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PNS Daily Newscast - October 24, 2017 


On our nationwide rundown; the Pentagon attempts to clear the air on the ambush of U.S. troops; high marks for the nation’s capital city in meeting the needs of immigrant children; and we’ll tell you why experts are encouraging expanded vision screening of kids.

Daily Newscasts

Kids’ HealthCare Veto Upheld

October 19, 2007

St. Paul, MN – Six of Minnesota's eight members of Congress voted to overturn the President's veto of a children's health insurance program, as did a majority in the U.S. House on Thursday. However, they didn't reach the required two-thirds majority. One of those voting to overturn was Representative Tim Walz, who says the veto goes against one of the nation's most important priorities.

"This is a program that is an investment in saving us money. Preventive care for children, in the long run, is going to save this country, not only financially –- it's going to save us in terms of our most precious resource, which is our children."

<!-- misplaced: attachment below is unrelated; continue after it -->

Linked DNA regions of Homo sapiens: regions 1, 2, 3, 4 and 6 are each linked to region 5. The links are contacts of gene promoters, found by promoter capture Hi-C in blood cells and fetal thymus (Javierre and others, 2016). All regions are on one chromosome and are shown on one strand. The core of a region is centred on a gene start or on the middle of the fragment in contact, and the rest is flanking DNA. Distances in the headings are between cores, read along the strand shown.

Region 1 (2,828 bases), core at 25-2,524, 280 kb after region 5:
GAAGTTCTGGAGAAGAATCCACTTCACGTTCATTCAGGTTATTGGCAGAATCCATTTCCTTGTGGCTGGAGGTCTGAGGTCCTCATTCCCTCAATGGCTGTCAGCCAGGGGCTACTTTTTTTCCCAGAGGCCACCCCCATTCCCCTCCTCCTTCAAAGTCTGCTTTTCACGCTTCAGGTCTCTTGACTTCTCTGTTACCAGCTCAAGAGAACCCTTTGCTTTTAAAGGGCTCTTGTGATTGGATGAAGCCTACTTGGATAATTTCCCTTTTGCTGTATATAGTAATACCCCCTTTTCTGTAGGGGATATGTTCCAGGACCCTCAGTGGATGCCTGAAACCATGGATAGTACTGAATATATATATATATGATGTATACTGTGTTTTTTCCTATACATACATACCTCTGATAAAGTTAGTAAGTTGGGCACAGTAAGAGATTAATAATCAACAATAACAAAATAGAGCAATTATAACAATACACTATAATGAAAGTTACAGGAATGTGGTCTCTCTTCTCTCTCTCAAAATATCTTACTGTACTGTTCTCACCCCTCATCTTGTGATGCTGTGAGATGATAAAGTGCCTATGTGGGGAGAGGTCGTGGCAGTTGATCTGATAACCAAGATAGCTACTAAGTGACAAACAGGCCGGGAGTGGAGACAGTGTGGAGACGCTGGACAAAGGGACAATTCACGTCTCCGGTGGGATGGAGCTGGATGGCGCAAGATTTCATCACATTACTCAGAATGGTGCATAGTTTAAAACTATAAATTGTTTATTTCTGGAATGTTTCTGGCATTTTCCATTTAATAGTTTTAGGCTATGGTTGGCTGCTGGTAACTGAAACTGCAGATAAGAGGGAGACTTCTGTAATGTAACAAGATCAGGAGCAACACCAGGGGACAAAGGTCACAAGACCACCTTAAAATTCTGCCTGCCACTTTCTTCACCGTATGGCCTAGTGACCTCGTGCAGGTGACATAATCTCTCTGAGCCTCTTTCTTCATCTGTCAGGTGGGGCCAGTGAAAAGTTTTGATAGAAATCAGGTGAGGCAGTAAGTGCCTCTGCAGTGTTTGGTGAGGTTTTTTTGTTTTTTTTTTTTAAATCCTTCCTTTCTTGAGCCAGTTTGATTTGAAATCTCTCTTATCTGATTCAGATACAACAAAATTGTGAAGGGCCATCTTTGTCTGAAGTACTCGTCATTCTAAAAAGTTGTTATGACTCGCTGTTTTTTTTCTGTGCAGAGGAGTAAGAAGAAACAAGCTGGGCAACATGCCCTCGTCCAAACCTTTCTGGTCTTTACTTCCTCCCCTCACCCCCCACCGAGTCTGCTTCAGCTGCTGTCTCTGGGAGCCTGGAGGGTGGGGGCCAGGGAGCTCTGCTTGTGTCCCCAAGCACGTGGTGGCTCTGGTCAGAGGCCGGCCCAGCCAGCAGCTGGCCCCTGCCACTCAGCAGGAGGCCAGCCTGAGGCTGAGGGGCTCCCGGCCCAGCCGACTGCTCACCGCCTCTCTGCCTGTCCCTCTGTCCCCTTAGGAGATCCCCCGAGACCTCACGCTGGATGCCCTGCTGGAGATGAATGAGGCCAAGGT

The program covers low-income families who make too much to qualify for Medicaid, and would have extended health insurance coverage to an additional 10 million children. Budget analyst Steve Francisco, with the Minnesota Council of Nonprofits, says it's a cost-effective program and it should be renewed.

"The S-CHIP program was aimed at children who don't have insurance, who fall between eligibility for Medicaid and being able to purchase private insurance. When these children don't have insurance, we're going to see them showing up more frequently at emergency rooms, receiving more expensive health care and that's not a good way for us to be going."

The legislation would have covered 85,000 more Minnesota children. Minnesota Representatives Bachmann and Kline voted to sustain the President's veto; Francisco calls it "a shame" that children's health has become a political issue.

"We're losing about 2,000 children a day, who are becoming uninsured. So, this problem isn't going to get better by ignoring it. It's going to get worse. Congress and the President need to get back and pass the reauthorization of S-CHIP this fall."

President Bush didn't like the five-year, $35 billion price tag; he agreed to $5 billion. House leaders say they'll keep trying to reach an acceptable compromise.

Jim Wishner/Craig Eicher, Public News Service - MN